Adam Kokesh, former Iraq Veterans Against the War activist and a very early guest on Gary’s and my “Shared Sacrifice” podcast, was arrested Tuesday (July 9) in Virginia on gun and drug charges. Jillian Rayfield’s quick write-up of the arrest at Salon carries the headline “Gun-rights activist reportedly arrested for firearm, drug possession.” In addition to the arrest, the article mentions a provocative video by Kokesh, who, in my experience, certainly likes to call himself a revolutionary and say provocative shit. Among the drugs he was arrested with were mushrooms, which puts him in interesting company.
But Adam Kokesh is much more than a “gun rights activist” and Kokesh’s arrest does not make him your typical gun nut down the street. Mr. Kokesh has some profound political insights, and has put his body on the line both as a soldier and as an anti-war activist. He engages people on the left and counts among his friends several hard-working progressives. He accepts disagreement and criticism in his social network discussions, and is capable of nuance.
Kokesh is a smart libertarian–with blind spots, sure, as he would accuse egalitarians of having, but willing to talk and listen. People on the solid left agree with libertarians on questions of state power, and many on the left subscribe to the mantra I once heard circulated among the old SWP: “As long as the cops have guns, we need them too.” Not exactly the liberal-ordered-liberty pro-gun control crowd. Kokesh’s contingent and the left share the same assessment of that administrative ideology.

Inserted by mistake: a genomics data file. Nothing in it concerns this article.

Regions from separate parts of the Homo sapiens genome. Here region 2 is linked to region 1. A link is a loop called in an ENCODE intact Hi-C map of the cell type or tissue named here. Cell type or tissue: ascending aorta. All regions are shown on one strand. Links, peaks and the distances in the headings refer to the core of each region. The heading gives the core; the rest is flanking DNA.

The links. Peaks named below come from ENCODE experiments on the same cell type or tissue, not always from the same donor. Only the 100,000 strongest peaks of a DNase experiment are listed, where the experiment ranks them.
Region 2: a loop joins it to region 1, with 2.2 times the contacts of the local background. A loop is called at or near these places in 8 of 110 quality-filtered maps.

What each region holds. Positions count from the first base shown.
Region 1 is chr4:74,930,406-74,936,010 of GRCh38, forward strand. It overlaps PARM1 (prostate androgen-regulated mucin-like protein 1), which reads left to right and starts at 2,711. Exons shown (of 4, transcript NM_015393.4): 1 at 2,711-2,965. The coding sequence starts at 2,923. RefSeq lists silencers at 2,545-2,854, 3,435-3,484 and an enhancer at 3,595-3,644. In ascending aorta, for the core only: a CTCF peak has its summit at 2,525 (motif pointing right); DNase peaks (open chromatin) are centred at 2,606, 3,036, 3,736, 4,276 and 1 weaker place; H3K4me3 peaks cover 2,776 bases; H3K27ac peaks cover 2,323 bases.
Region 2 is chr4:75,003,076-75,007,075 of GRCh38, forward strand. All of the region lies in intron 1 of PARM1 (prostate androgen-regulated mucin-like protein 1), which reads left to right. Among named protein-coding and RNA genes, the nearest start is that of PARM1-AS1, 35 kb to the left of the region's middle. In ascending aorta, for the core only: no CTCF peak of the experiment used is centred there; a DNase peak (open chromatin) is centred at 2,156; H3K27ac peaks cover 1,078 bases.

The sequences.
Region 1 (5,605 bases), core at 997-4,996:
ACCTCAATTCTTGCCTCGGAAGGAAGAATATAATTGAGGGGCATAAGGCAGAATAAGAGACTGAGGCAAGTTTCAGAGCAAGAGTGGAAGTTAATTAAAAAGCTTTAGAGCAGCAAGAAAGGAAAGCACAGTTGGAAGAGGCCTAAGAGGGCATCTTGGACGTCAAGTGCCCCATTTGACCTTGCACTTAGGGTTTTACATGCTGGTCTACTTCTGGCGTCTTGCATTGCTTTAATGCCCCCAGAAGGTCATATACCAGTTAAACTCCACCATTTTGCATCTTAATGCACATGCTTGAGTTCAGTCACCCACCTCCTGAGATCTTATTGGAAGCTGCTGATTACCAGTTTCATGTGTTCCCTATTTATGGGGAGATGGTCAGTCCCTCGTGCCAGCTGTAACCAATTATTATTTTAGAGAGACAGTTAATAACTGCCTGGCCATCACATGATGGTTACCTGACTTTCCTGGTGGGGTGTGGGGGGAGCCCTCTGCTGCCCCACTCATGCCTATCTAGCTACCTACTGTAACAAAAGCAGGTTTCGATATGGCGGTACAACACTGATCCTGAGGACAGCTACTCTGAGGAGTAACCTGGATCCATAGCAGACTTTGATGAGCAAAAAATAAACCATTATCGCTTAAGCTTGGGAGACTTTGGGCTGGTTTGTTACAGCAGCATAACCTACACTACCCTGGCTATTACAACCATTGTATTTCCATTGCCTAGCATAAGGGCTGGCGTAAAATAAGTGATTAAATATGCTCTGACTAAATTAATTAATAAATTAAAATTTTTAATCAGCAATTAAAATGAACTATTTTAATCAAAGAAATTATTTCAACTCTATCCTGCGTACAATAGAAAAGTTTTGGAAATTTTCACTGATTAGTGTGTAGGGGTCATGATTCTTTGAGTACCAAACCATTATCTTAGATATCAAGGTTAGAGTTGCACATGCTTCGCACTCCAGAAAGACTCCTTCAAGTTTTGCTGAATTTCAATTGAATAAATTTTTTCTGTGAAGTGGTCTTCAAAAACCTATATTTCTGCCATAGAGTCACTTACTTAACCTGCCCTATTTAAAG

I think libertarians have blind spots about economics, often suffer from conscious or unconscious attacks of race-itis, and concentrate on 25% of the problem while celebrating and strengthening the other 75% of the problem. But while I think Ron Paul made a terrible poster child for an out-of-the-box presidential campaign, I think we should be careful about celebrating the lock-up of Adam Kokesh–and I’m not suggesting Jillian Rayfield’s post is celebratory, but I can hear the liberal chorus warming up.
We can debate the ideology and correctness of an open carry march on D.C. In my opinion, Kokesh would lose that debate, and I get the impression he’d understand why he lost, even if he didn’t admit it. But the fact that, now, nobody remembers Kokesh’s brave unfurling of an anti-war banner during a 2008 George W. Bush speech, instantiates the inability of media and the colonized public sphere to describe the complexity of current radical politics.
I don’t know Kokesh well enough to know what’s in his mind and heart, but we should obviously remember (1) that he’s innocent until proven guilty and (2) that even if he’s “guilty,” it’s within the parameters of a profoundly skewed and unjust legal system with absurd drug laws and only perhaps slightly less absurd firearms laws. At the very least, the phrase “first they came for the libertarians” ought to be in the back of progressives’ minds.